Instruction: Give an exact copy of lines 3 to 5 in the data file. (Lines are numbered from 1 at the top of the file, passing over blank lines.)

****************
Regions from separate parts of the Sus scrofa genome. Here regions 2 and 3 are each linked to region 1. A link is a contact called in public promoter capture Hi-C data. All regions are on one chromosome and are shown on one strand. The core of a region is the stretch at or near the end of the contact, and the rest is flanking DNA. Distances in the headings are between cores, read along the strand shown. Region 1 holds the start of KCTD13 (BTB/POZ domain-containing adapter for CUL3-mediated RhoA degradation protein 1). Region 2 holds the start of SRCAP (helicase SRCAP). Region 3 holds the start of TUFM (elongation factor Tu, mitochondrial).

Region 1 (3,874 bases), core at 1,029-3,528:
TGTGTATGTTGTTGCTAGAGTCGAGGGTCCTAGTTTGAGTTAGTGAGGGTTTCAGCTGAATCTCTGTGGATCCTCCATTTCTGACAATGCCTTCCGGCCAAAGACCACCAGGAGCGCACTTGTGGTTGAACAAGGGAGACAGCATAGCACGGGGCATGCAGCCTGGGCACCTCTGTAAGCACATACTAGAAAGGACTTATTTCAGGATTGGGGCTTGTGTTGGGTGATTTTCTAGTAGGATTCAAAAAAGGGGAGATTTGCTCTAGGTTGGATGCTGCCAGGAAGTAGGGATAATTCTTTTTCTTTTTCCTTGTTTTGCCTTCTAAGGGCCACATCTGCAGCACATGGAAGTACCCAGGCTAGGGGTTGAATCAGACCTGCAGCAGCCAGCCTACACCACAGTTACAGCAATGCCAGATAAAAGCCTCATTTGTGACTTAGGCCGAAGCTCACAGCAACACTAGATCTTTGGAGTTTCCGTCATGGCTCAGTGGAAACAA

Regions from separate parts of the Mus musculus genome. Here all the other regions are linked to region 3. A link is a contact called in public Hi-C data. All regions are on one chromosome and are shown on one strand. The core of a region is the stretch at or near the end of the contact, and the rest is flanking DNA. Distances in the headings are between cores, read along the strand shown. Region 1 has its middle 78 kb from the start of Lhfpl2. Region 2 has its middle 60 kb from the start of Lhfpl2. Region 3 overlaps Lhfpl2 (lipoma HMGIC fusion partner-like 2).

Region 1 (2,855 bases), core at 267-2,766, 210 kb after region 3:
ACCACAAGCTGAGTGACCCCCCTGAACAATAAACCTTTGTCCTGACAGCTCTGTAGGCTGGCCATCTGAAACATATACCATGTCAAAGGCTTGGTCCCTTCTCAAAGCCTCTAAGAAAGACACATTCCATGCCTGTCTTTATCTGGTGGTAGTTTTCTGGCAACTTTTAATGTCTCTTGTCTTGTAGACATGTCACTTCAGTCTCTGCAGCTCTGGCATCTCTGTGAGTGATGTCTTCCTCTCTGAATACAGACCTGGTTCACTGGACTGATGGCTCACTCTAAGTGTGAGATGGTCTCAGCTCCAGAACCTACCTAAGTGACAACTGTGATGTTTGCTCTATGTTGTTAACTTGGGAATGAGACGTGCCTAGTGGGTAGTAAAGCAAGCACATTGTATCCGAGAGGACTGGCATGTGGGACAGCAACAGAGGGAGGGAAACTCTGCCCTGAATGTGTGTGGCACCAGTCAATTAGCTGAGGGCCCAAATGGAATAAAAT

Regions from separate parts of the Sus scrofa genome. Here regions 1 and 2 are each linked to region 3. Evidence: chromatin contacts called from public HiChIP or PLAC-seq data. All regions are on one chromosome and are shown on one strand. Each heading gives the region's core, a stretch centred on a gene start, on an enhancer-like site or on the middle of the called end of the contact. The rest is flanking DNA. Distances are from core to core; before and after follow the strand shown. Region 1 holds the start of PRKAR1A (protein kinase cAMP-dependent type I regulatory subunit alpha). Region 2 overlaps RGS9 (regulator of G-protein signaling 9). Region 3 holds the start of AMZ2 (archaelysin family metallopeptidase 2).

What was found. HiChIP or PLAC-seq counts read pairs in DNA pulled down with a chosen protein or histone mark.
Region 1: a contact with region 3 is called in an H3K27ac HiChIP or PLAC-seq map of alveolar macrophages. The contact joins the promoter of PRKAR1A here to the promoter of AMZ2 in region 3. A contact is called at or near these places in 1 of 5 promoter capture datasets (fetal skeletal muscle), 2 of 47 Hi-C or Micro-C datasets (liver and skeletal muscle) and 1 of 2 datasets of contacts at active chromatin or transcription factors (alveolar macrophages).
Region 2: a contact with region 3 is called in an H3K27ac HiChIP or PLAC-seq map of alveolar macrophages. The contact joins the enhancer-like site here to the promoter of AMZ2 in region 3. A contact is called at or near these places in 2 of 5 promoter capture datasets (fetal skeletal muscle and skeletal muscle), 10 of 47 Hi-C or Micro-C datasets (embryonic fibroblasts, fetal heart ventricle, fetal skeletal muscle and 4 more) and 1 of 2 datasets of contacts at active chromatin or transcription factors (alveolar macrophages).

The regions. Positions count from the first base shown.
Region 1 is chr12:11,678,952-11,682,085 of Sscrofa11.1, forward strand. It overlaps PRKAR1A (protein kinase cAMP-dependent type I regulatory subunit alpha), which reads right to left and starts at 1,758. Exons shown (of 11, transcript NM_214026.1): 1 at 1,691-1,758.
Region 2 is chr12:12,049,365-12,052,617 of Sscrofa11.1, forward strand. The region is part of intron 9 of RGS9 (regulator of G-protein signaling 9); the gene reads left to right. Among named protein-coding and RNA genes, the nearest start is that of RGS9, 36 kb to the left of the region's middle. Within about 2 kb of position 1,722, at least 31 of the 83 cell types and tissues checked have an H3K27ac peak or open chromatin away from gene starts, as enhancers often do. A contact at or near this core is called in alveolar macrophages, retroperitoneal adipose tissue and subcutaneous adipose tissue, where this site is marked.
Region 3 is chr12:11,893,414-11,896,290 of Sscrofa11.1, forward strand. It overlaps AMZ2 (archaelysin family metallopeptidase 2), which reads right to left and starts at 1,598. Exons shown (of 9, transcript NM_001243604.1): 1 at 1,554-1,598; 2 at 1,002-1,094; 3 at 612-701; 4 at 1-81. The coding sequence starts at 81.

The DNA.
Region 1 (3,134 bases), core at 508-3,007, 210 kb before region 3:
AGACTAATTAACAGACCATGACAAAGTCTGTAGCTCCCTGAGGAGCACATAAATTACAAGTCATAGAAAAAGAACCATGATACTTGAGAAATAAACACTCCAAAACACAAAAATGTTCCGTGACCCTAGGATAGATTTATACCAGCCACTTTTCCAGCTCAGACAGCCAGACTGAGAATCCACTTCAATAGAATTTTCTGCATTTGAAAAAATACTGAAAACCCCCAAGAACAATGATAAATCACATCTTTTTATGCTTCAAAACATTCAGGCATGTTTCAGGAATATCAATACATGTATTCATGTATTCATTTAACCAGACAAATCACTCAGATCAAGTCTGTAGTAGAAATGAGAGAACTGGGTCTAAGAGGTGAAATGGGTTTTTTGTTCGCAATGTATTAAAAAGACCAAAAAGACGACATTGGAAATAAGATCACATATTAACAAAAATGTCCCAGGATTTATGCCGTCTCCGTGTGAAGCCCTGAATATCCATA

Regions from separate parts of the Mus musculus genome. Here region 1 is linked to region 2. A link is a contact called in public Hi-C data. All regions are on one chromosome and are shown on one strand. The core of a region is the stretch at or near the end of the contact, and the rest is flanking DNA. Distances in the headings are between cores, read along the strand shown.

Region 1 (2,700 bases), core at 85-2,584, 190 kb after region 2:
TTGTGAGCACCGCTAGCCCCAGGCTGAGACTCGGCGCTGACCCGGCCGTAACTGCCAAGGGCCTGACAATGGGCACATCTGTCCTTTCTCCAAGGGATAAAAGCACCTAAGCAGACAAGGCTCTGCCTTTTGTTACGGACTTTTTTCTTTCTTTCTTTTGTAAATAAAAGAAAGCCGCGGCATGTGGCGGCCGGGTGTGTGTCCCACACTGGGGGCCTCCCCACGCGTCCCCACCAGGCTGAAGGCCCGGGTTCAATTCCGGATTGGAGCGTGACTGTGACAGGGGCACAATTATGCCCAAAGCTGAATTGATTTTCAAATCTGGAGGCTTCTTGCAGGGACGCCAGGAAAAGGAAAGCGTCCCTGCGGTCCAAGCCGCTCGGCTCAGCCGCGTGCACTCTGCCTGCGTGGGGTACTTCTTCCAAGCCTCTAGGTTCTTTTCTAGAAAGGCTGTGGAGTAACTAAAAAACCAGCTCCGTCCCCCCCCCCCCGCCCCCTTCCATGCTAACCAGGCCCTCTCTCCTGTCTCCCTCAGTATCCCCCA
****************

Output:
TGTGTATGTTGTTGCTAGAGTCGAGGGTCCTAGTTTGAGTTAGTGAGGGTTTCAGCTGAATCTCTGTGGATCCTCCATTTCTGACAATGCCTTCCGGCCAAAGACCACCAGGAGCGCACTTGTGGTTGAACAAGGGAGACAGCATAGCACGGGGCATGCAGCCTGGGCACCTCTGTAAGCACATACTAGAAAGGACTTATTTCAGGATTGGGGCTTGTGTTGGGTGATTTTCTAGTAGGATTCAAAAAAGGGGAGATTTGCTCTAGGTTGGATGCTGCCAGGAAGTAGGGATAATTCTTTTTCTTTTTCCTTGTTTTGCCTTCTAAGGGCCACATCTGCAGCACATGGAAGTACCCAGGCTAGGGGTTGAATCAGACCTGCAGCAGCCAGCCTACACCACAGTTACAGCAATGCCAGATAAAAGCCTCATTTGTGACTTAGGCCGAAGCTCACAGCAACACTAGATCTTTGGAGTTTCCGTCATGGCTCAGTGGAAACAA

Regions from separate parts of the Mus musculus genome. Here all the other regions are linked to region 3. A link is a contact called in public Hi-C data. All regions are on one chromosome and are shown on one strand. The core of a region is the stretch at or near the end of the contact, and the rest is flanking DNA. Distances in the headings are between cores, read along the strand shown. Region 1 has its middle 78 kb from the start of Lhfpl2. Region 2 has its middle 60 kb from the start of Lhfpl2. Region 3 overlaps Lhfpl2 (lipoma HMGIC fusion partner-like 2).

Region 1 (2,855 bases), core at 267-2,766, 210 kb after region 3: